By 1980 an additional five randomised trials of aspirin and vascular disease had been reported [9-13]. None of these achieved statistical significance at conventional levels of probability, and most colleagues therefore dismissed aspirin as of no clinical value - despite the clear evidence of consistency in the results of the trials. Sir Richard Peto however presented a meta-analysis of the six trials at the founding meeting of the Society for Clinical Trials in Philadelphia, and this was later published as an editorial in the Lancet in 1980. It showed a significant pooled reduction of 23% in secondary vascular disease mortality [14]. Cochrane later used this overview, one of the first in clinical medicine, to support his insistence that all the available evidence must be included in an evaluation of a clinical intervention, while Peto used the overview to warn of the dangers of under-powered trials. The overview clearly stimulated intense research activity and over the next twenty years 280 randomised trials of aspirin were reported. These were reviewed in a series of overviews by ‘The Antiplatelet Trialists’ Collaboration’, led by Colin Baigent in Oxford [15-17] and they were followed by a remarkable overview based on individual patient data for 16 trials of secondary vascular protection with a total of 3,306 vascular events, and six primary trials with 3,554 vascular events [18]. Following these early overviews there was wide acceptance of aspirin prophylaxis for patients who had experienced a myocardial infarction, and gradually other groups of patients judged to be at high vascular risk were included in clinical recommendations for aspirin prophylaxis. Increasing concern however focused upon the risk-benefit balance of low-dose aspirin in primary care and attempts were made to define an age, or a level of vascular risk above which the risk of a gastrointestinal bleed attributable to aspirin might be acceptable. Thus, for example: aspirin should not be given to ‘any individual with a calculated coronary disease event risk below 10% over 10 years’ [19]. A commentary pointed out that ‘the benefits and harms are …finely balanced …even in individuals estimated to be at high risk of experiencing cardiovascular events [20]. Another group wrote: ‘any benefit of low-dose aspirin on risk of cardiovascuar disease in people aged 70 or over are offset by adverse events’. [21] All such judgements and advice were clearly based upon the numbers of bleeding episodes and assumed that a gastrointestinal bleed is as serious as a major vascular thrombotic event, or a vascular death. It was many years before this assumption was challenged. The role of aspirin in stroke became especially contentious. The report of ‘The Antiplatelet Trialists’ in 2002 [16] had reported a possible increase in stroke associated with aspirin and thereafter a particular concern focused upon aspirin and stroke. In an attempt to resolve the uncertainties, the journal Stoke published three contributions under an overall title: ‘Controversies in Stroke’. The titles of each paper commenced: ‘Aspirin should be first-line….’ The first paper, by Charles Warlow, concluded: ‘Aspirin still comes first’ [22]. The second added the word ‘Against’ to the title [23]. The third added ‘…but watch this space’ and referred to newer-generation antiplatelet and antithrombotic agents being developed [24]. Perhaps the last word on stroke should now be given to Rothwell, who, fourteen years later stated with Diener and others that ‘Aspirin [is] the key intervention’ and ‘The considerable early benefit from aspirin warrants public education about selfadministration after possible TIA [transient ischaemic attack]’ [25]. In 2005, perhaps also in an attempt to resolve controversy, the BMJ published a pair of invited papers ‘For’ and ‘Against’ under the title ‘Aspirin for all over 50?’ Both papers summarised the risks and benefits of aspirin. One stressed the likely numbers of bleeding events and concluded: ‘it would be unwise to adopt such a policy, whatever age threshold is chosen [26]. The other focused upon the responsibility health professionals have to inform subjects and patients of the benefits and the risks of aspirin, and the duty to respect the values and the judgements of their patient [27].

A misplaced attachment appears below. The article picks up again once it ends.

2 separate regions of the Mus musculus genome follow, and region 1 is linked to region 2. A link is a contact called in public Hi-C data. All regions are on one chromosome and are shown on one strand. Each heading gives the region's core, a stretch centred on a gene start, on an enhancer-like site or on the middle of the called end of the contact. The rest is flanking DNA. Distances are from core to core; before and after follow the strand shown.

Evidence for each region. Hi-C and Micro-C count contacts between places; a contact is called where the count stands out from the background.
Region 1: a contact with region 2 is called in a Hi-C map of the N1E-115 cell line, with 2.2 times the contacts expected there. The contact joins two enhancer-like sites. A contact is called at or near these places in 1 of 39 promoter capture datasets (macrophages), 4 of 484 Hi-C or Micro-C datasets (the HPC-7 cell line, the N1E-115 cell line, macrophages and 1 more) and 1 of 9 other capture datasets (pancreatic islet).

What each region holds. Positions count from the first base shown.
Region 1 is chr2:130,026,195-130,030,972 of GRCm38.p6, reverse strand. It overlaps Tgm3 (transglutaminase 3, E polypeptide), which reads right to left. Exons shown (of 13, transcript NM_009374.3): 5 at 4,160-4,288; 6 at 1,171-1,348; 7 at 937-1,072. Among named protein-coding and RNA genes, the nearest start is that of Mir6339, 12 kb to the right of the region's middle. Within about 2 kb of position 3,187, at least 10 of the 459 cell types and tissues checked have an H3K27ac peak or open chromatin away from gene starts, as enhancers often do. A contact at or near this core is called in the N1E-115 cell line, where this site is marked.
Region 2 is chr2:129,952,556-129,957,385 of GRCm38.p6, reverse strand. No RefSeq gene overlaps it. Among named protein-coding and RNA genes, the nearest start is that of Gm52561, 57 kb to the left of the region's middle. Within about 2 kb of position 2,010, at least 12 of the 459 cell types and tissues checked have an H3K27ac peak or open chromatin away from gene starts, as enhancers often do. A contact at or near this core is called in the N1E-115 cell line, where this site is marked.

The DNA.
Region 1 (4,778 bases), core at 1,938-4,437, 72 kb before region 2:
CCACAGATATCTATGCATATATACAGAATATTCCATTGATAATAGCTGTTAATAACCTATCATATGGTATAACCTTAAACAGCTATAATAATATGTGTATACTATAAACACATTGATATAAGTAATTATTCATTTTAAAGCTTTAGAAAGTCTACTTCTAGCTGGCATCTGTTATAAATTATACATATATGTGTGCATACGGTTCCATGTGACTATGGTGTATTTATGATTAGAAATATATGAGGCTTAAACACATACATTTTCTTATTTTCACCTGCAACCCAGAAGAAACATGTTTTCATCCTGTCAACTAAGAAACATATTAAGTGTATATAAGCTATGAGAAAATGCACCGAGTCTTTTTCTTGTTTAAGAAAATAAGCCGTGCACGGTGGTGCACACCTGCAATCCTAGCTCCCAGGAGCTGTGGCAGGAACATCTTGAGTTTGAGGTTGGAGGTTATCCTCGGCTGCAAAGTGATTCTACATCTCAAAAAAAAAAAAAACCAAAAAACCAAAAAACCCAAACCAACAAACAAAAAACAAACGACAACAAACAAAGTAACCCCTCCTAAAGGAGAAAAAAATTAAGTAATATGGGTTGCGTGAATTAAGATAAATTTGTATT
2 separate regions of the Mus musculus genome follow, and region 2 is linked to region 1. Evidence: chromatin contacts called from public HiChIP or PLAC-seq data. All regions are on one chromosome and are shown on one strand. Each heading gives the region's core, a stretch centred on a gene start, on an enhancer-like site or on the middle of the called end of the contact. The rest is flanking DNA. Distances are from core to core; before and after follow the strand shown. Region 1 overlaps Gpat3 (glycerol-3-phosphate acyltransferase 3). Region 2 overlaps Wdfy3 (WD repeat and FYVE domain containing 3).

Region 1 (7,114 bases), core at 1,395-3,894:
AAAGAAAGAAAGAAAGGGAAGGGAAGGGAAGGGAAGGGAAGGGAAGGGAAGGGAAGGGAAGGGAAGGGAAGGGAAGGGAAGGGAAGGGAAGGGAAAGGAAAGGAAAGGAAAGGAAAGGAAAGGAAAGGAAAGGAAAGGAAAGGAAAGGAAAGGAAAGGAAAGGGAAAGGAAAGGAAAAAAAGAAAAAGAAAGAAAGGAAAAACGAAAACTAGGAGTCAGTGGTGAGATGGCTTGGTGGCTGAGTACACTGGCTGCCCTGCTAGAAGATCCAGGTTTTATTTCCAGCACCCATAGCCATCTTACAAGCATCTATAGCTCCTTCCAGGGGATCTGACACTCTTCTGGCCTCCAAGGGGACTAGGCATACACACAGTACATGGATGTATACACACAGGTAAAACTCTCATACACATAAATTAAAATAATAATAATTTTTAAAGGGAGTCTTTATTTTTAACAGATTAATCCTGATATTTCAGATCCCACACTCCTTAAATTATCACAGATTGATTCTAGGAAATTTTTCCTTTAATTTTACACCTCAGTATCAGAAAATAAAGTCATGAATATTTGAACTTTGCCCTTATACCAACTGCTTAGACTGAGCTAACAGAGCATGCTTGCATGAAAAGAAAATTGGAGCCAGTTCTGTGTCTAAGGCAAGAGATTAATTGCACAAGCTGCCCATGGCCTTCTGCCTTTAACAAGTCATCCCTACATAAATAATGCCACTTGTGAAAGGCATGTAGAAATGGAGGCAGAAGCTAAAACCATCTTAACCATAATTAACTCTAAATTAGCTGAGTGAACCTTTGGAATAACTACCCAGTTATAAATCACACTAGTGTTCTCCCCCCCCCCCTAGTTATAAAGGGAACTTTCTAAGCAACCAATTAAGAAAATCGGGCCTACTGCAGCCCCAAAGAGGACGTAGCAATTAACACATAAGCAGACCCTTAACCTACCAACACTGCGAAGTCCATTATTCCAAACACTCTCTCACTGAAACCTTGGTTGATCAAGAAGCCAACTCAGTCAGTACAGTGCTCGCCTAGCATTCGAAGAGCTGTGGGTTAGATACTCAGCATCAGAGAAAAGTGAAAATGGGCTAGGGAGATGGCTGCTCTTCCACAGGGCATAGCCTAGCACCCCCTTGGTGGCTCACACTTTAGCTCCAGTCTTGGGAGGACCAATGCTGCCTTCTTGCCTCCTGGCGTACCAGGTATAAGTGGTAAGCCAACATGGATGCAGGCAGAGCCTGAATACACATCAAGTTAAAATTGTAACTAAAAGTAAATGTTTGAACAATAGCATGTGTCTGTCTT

Controversy continued and in retrospect it is unfortunate that opportunities were not taken in some of the trials to address some of the contentious issues by separate randomisation. Thus, different strategies to reduce the risk of bleeding could have been compared. Evidence suggesting that the vascular benefits of aspirin may be greater if the drug is taken in the evening rather than in the morning [28,29] could have been evaluated. Other evidence suggested that ‘excellent’ adherence to aspirin taking is associated with much greater protection than ‘poor’ adherence [30]. It is regrettable that these and other issues were not taken up and tested by separate randomisation within the trials. In 2005, 25 years after Peto’s overview, a commentary in the British Medical Journal carried the title: ‘Aspirin to prevent cardiovascular disease the jury’s still out’ [31]. This was followed immediately by a challenging letter: ‘The debate about aspirin has consumed the medical profession for over 30 years, yet almost no public participation or consultation has occurred….. a citizens’ jury should consider aspirin prophylaxis’ [32]. The jury system was brought to England by William I in 1066 and trial by jury became the right of every free person, to protect the rights of the individual and to prevent intrusive external judgements by churchmen and others in authority. The Citizens’ Jury, which is closely modelled on the legal system, attempts to ascertain views from the public on how priorities for healthcare should be set, without intrusive judgements by doctors and others with vested interests and biases.